Quade Taylor knows that he owes a debt of gratitude to Dulwich Hamlet.
The Streatham-based defender had been playing Sunday league football for Raynes Park Vale following his release by Fulham.
It was Dulwich Hamlet who brought him into their academy at the age of 16 and after a fine FA Youth Cup run, which attracted interest from professional clubs, Taylor was on the move to Crystal Palace.
And it was Dulwich, or more accurately manager Gavin Rose and assistant Junior Kadi, who got Taylor’s enthusiasm back for football when he left Braintree in 2016.
The South Londoner had joined the non-league outfit after leaving Bolton Wanderers that summer.
Taylor said: “I’d played one pre-season game there and I just didn’t enjoy it. I wasn’t enjoying my football. I wasn’t sure if it was something I wanted to continue with.
“Travelling over to Braintree was not easy and I asked if we could terminate my contract. They were willing to do that and I had a month out, not really doing anything.
“I think it was that I didn’t really believe in myself as much as I used to. I started doubting myself about little things. I thought maybe it was not for me any more.
“If I had packed it in then I’d have been looking for something to do with coaching, still within the football industry. Gavin spoke to me and asked me to come to training.
He messaged me a couple of times saying to do it and just keep fit, ticking over.
“I think he texted me once and said ‘this is the last chance’. I went and trained and was in the squad on the Saturday. I got injured in the warm-up and didn’t actually play.”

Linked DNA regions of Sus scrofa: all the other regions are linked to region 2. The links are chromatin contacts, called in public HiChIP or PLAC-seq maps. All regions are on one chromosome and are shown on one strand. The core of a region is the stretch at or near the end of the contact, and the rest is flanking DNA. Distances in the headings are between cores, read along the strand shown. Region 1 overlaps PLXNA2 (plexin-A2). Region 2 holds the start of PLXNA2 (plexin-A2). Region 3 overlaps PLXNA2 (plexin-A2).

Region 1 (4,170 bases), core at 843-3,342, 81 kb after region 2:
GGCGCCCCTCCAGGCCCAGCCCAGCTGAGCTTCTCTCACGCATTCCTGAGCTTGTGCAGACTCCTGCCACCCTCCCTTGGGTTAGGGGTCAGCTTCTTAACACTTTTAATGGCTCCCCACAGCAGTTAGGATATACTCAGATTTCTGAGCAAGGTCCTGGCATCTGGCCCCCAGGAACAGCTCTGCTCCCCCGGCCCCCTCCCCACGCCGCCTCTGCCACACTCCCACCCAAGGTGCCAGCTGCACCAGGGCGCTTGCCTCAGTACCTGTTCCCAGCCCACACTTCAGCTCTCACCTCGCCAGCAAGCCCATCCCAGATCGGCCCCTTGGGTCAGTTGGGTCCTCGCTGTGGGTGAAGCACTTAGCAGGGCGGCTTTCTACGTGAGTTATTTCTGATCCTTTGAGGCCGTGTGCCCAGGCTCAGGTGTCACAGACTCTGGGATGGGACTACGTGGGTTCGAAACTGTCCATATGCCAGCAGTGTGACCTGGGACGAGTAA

But crucially Taylor was back in the thick of it.
He went on to feature 15 times in the 2016-17 campaign before clocking up 45 games last season as Dulwich won promotion to National League South.
“It is probably one of the best environments outside of professional football,” said Taylor. “I feel like Dulwich have given me a second chance when I left Fulham.
“It was a great feeling to get the club over the line and into National League South for the first time.
“There are not many players who win something, no matter what level that is at. Of course my dream and ambition is to play professionally and train full-time. But what I’ve learned is that I’m not as set on it as I was when I was younger. I’m happy at Dulwich.
I wouldn’t want to go into a professional set-up as a fringe player who isn’t really playing. It would have to be the right move for me – guaranteed playing time.”
Taylor is placing no limitations on what Dulwich can achieve in their first campaign in National League South.
“A lot of people have written us off because of everything that has happened with the club [being forced to leave their Champion Hill home].
But we’ve got a very talented squad. There is no saying we can’t get another promotion, or at least make the play-offs, that’s the minimum goal.
“I still 100 per cent think the play-offs is a possibility. We’ve had a slow start but we’re unbeaten in four games now. If you look at the league, we’re not too far off that final play-off spot.”
Taylor had attracted interest from West Ham and Stoke before he penned a deal for Palace. The Eagles’ promotion to the Premier League restricted opportunities for youngsters, although he did feature at right-back in two pre-season friendlies under Ian Holloway.
“I came through as a central midfielder but it was Dougie Freedman and Lennie Lawrence who had plans for me as a centre-back,” said Taylor. “I dropped back and learned my trade.”
He ended up following Freedman to Bolton Wanderers when his Palace contract expired in 2014.
“I knew I was going to be in the U21s at first but with the opportunity for me to get into the first-team,” said Taylor. “That was the plan. But Bolton were going through a tough time and Dougie got sacked.
“Neil Lennon replaced him. I was still in and around it but Rob Holding was coming through at the same time. He had a run of form and never looked back, he’s at Arsenal now.
“I always wondered if Dougie was there whether I would have got a game or two in the cups. But I was only there a month-and-a-half and he was gone.”
IMAGES BY KEITH GILLARD
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